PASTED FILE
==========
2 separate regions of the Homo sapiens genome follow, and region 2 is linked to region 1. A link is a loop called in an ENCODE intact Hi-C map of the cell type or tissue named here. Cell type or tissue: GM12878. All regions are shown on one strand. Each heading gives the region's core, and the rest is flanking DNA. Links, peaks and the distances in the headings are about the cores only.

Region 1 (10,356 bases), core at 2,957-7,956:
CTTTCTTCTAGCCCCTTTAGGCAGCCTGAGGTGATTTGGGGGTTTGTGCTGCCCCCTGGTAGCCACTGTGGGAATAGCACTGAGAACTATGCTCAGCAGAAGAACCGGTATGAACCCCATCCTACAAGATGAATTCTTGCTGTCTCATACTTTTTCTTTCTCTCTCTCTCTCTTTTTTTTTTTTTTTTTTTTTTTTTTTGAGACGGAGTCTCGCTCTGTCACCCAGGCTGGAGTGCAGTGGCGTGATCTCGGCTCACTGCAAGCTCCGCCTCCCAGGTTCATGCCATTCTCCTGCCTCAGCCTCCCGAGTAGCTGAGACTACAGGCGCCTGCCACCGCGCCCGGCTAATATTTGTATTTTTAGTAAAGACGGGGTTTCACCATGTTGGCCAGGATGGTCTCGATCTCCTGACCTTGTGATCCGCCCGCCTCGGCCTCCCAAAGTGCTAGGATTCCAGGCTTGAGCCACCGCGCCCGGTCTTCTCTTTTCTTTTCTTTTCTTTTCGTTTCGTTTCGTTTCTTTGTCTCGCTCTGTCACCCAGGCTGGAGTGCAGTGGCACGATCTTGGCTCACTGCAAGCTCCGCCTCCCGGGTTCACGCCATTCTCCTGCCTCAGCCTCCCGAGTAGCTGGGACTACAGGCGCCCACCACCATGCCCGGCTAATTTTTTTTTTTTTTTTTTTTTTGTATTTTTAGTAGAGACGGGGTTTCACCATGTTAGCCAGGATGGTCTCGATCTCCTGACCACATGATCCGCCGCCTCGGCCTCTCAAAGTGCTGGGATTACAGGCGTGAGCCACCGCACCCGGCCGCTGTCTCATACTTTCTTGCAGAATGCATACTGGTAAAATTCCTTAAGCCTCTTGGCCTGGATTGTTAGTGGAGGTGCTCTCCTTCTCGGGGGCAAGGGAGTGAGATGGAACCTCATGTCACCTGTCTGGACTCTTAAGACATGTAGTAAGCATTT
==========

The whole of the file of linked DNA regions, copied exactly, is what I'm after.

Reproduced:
2 separate regions of the Homo sapiens genome follow, and region 2 is linked to region 1. A link is a loop called in an ENCODE intact Hi-C map of the cell type or tissue named here. Cell type or tissue: GM12878. All regions are shown on one strand. Each heading gives the region's core, and the rest is flanking DNA. Links, peaks and the distances in the headings are about the cores only.

Region 1 (10,356 bases), core at 2,957-7,956:
CTTTCTTCTAGCCCCTTTAGGCAGCCTGAGGTGATTTGGGGGTTTGTGCTGCCCCCTGGTAGCCACTGTGGGAATAGCACTGAGAACTATGCTCAGCAGAAGAACCGGTATGAACCCCATCCTACAAGATGAATTCTTGCTGTCTCATACTTTTTCTTTCTCTCTCTCTCTCTTTTTTTTTTTTTTTTTTTTTTTTTTTGAGACGGAGTCTCGCTCTGTCACCCAGGCTGGAGTGCAGTGGCGTGATCTCGGCTCACTGCAAGCTCCGCCTCCCAGGTTCATGCCATTCTCCTGCCTCAGCCTCCCGAGTAGCTGAGACTACAGGCGCCTGCCACCGCGCCCGGCTAATATTTGTATTTTTAGTAAAGACGGGGTTTCACCATGTTGGCCAGGATGGTCTCGATCTCCTGACCTTGTGATCCGCCCGCCTCGGCCTCCCAAAGTGCTAGGATTCCAGGCTTGAGCCACCGCGCCCGGTCTTCTCTTTTCTTTTCTTTTCTTTTCGTTTCGTTTCGTTTCTTTGTCTCGCTCTGTCACCCAGGCTGGAGTGCAGTGGCACGATCTTGGCTCACTGCAAGCTCCGCCTCCCGGGTTCACGCCATTCTCCTGCCTCAGCCTCCCGAGTAGCTGGGACTACAGGCGCCCACCACCATGCCCGGCTAATTTTTTTTTTTTTTTTTTTTTTGTATTTTTAGTAGAGACGGGGTTTCACCATGTTAGCCAGGATGGTCTCGATCTCCTGACCACATGATCCGCCGCCTCGGCCTCTCAAAGTGCTGGGATTACAGGCGTGAGCCACCGCACCCGGCCGCTGTCTCATACTTTCTTGCAGAATGCATACTGGTAAAATTCCTTAAGCCTCTTGGCCTGGATTGTTAGTGGAGGTGCTCTCCTTCTCGGGGGCAAGGGAGTGAGATGGAACCTCATGTCACCTGTCTGGACTCTTAAGACATGTAGTAAGCATTT